I was honoured when Nick De Carlo, National Representative with the Canadian Auto Workers Health and Safety Department, invited me to speak on behalf of the Council of Canadians at their bi-annual environment conference.
The conference, held at the beautiful CAW family education centre on the shores of Lake Huron, is attended by workers represented by CAW locals. As one would expect, this includes autoworkers, but also includes people from many other workplaces ranging from city employees and to folks like me (Council staff are represented by a CAW local).
As I quickly learned upon arriving, the CAW education programmes are diverse and compelling. To learn more about their environment programme, you can read their statement of principles and check out their website.
I was asked to attend and speak on last night’s opening panel alongside Clayton Thomas Muller of the Indigenous Environmental Network, as well as contribute to a workshop on climate change this morning.
I was asked to speak about climate justice – what does it mean as a demand, and the growing global movement calling for justice and system change, not climate change.
I began my presentation by framing the context within which this growing demand is emerging – the reality of the climate crisis we face, the profound changes it requires to both our economy and society and the political context of a government more concerned with becoming an export-oriented energy super power than the health of generations to come. I raised recent evidence of climate change and some examples of impacts we it is already having and will have.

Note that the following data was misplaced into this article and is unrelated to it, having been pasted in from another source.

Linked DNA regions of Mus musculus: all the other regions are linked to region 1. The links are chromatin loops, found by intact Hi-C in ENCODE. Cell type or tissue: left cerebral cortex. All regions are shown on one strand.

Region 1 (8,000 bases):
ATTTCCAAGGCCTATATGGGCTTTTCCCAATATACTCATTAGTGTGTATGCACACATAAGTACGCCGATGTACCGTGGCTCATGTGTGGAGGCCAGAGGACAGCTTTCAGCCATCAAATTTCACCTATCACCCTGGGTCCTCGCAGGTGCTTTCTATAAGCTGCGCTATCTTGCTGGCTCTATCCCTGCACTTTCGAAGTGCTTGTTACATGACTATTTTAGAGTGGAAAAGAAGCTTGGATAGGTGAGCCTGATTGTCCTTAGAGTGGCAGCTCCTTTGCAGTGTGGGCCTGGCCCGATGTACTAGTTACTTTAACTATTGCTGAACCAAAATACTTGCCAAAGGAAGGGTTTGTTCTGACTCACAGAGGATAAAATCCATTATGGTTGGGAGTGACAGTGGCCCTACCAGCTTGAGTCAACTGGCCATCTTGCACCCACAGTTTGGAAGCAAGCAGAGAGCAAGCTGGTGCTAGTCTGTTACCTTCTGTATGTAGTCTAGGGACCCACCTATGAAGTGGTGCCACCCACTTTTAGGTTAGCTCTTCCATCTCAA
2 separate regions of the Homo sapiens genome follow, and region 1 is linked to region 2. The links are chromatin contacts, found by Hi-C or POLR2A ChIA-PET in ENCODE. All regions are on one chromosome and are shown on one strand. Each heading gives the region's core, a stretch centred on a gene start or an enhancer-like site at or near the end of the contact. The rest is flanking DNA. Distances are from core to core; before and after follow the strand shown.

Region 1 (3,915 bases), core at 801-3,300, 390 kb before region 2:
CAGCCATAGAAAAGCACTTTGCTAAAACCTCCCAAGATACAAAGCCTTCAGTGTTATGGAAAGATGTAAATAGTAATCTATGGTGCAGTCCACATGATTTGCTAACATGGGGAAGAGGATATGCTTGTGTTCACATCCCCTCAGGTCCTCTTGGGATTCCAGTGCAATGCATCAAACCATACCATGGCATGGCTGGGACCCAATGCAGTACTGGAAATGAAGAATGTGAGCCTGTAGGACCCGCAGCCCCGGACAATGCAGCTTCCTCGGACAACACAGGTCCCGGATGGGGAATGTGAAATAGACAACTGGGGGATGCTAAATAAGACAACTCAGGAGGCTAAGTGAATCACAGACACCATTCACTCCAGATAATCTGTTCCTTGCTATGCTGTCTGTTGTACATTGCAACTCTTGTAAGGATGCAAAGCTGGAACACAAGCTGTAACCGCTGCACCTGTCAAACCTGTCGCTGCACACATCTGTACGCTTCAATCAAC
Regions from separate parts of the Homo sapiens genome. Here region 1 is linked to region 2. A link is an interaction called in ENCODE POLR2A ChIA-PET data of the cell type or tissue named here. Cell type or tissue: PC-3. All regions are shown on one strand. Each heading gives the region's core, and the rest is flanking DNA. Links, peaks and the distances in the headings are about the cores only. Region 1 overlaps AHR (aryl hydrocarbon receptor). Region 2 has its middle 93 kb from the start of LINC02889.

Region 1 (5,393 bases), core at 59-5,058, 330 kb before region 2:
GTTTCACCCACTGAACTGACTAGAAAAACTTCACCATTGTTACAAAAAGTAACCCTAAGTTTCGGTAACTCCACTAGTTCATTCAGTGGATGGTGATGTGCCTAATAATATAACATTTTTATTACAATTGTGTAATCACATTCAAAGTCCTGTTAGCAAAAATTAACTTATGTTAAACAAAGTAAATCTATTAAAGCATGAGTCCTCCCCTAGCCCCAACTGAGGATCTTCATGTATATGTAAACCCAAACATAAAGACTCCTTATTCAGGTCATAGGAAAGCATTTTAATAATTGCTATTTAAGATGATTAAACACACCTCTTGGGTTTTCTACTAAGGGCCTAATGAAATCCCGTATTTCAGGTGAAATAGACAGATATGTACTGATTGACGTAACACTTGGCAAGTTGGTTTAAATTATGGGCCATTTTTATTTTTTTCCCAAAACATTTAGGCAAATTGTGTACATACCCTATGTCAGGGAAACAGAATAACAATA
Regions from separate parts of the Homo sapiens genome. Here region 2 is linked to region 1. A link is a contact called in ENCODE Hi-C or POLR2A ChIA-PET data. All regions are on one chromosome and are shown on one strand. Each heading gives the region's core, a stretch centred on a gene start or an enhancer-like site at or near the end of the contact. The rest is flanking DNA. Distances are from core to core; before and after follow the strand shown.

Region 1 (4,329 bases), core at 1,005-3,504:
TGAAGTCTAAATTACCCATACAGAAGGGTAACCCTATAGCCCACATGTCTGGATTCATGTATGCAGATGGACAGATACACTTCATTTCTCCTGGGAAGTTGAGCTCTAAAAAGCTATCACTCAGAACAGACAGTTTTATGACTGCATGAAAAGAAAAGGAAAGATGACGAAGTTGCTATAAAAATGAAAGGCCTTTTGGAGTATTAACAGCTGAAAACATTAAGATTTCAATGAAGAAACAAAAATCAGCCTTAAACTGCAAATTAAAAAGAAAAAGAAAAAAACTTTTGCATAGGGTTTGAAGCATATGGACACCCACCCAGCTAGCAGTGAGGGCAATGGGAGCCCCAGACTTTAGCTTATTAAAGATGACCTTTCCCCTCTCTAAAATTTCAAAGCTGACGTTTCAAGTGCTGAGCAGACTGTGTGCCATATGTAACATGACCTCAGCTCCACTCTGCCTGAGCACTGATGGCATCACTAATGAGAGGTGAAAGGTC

If you haven’t read Brent’s blog yet, check out the recent cbc news story about a study outlining that the snowpack in the northern rockies has shrunk more in the last 50 years than the previous 800. The melt from this snowpack feeds the water sources of over 70 million people.
With this context in mind, I provided an overview of three key themes that the Council of Canadians identifies with the demand for climate justice, these themes are representative in our Climate Justice: for People and the Planet campaign work, and in our statement on climate justice.
These themes are the repayment of climate debt, the intersection of climate change with the recognition and defence of rights, and the call for system change not climate change.
Climate debt repayment is about deeper emission reduction targets in Global North countries such as ours and helping to pay the bill for adapting and addressing the climate crisis in the Global South. It is a cruel irony that the Global South is being hit first and hardest by the impacts of climate change while Global North countries are responsible for two thirds of the historic greenhouse gas emissions causing this crisis.
In approaching how we address the climate crisis, it is fundamental that we consider rights – indigenous rights, human rights, labour rights and the rights of nature. Not only are the impacts of climate change violating fundamental human rights like access to water and food, we can also see the violation of rights in the causes of climate change.
Rights must also be a consideration in how we transition off of fossil fuel dependency. This includes considering the rights of workers in industries that will need to be changed or phased out. The right to decent work and the ability to maintain a decent standard of living.